In fact, science is one of my primary interests. My first book, Literature and the Encounter with God in Post-Reformation England, features out of its six individuals under consideration, no fewer than four scientists—John Dee, Sir Kenelm Digby, and Thomas and Henry Vaughan. Of course their versions of early modern science have much in common with alchemy, but especially Dee and Digby were among the leading scientists of their day. In The Submerged Reality I write about the science of the 17th century natural philosopher Robert Fludd as well as about Goethe and Rudolf Steiner. In Transfiguration I have a chapter entitled “A Delicate Empiricism: Goethe, Sophiology, and the Possibilities of a Catholic Science.” There is also a section on science in my sophiological casebook, The Heavenly Country. So don’t hand me this “anti-science” nonsense.
Really, my interlocutor’s accusations are absurd, not only because of my track record, but also because science as it is today is anything but a univocal belief system. I have been appalled—as everyone should be—at how esteemed mainstream scientists and physicians have been canceled and deplatformed for opposing the “official line” coming from various governmental and nongovernmental agencies over the past two years. I also find the performative altruism of BigPharma risible. Call me crazy, but I just can’t take seriously that the guys and dolls who brought us the opioid crisis have suddenly become the benefactors of humanity. This is certainly connected to my absolute disdain for vulture capitalism—even more egregious when married to socialism (which is the portrait drawn in Huxley’s Brave New World)—and that is the crowning feature of our new world order.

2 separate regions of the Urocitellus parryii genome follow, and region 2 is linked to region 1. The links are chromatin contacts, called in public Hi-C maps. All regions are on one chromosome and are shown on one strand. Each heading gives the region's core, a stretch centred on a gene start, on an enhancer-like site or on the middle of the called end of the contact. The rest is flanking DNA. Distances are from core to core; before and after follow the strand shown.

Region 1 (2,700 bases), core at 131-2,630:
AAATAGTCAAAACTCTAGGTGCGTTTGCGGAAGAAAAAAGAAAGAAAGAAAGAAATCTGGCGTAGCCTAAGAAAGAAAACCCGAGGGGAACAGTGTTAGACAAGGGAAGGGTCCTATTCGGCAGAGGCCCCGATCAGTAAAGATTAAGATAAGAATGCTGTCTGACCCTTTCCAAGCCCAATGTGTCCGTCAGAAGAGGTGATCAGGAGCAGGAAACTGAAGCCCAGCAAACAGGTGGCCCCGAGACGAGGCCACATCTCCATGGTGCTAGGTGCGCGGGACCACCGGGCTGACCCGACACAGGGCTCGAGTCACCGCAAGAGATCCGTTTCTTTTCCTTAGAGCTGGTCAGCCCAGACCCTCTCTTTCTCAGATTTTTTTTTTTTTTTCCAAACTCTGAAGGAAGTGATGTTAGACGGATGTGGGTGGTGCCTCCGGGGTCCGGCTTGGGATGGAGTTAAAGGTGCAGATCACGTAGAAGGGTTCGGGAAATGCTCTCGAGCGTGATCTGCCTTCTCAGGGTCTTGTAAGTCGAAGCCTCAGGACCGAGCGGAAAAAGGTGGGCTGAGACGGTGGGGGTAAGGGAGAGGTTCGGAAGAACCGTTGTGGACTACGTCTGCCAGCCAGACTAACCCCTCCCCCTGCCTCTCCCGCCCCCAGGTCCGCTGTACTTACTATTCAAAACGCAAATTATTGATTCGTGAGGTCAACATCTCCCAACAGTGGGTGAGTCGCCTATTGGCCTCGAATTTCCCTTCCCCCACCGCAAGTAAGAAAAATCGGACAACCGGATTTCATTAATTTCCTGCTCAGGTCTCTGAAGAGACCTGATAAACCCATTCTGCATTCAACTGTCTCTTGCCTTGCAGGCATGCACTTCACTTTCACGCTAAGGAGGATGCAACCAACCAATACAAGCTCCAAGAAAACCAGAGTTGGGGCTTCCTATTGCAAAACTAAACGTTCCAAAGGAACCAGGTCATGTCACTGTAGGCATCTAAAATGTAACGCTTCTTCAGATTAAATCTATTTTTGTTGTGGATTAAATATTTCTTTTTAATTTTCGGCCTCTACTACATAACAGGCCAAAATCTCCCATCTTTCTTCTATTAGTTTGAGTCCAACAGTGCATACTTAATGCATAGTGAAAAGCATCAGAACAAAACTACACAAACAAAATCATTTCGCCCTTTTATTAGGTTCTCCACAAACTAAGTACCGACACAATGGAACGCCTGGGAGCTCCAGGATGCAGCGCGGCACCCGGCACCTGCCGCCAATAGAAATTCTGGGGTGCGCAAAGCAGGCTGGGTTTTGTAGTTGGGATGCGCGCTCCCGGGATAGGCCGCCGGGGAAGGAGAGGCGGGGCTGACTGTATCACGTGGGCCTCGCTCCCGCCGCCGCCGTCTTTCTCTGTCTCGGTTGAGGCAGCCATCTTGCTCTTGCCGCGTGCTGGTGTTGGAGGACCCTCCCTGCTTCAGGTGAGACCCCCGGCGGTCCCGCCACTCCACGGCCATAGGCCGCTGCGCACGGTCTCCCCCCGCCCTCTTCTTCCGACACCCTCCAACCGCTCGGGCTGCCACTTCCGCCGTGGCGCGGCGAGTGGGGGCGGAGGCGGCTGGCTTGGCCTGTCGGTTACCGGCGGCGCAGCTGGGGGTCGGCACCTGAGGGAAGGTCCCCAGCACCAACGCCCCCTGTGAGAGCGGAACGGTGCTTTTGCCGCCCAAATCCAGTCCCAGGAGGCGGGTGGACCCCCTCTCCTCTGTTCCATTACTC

To be honest, while I love science, what we see in the corporate-governmental-pharmaceutical superstructure is a demonic parody of the altruism of which science is capable. But this is nothing new. Look at all (or nearly all) of the major problems we face—environmental degradation foremost among them—and without devoting too much speculation to it, you will find that they were all created by “science” (which is not science, really, but capitalism or fascism with a syringe). And don’t even get me started on transhumanism. This is not hard to figure out.
What I have been arguing throughout my writing on science is that the science we now have—materialistic and often exploitative—is not what science could (or should) be, and that it has become this way by being cut off from the realm of the spirit, the realm of Sophia. I am not the first to say this. The Vaughans and Fludd said so in the 17th century; Goethe said it in the 18th and 19th; David Bohm, Rupert Sheldrake, and Brian Josephson (among others) have said so in our own day.
So don’t hand me this “anti-science” bullshit. It’s just a little bit of nothing.
You saw this coming.
Michael’s latest book is Sophia in Exile. He can be reached at email@example.com See also The Center for Sophiological Studies' available courses. Also check out the latest volume of Jesus the Imagination: The Divine Feminine. There are also a few spots open in the Biodynamic Farming and Gardening as Christian Path course being offered at the end of April. See more here.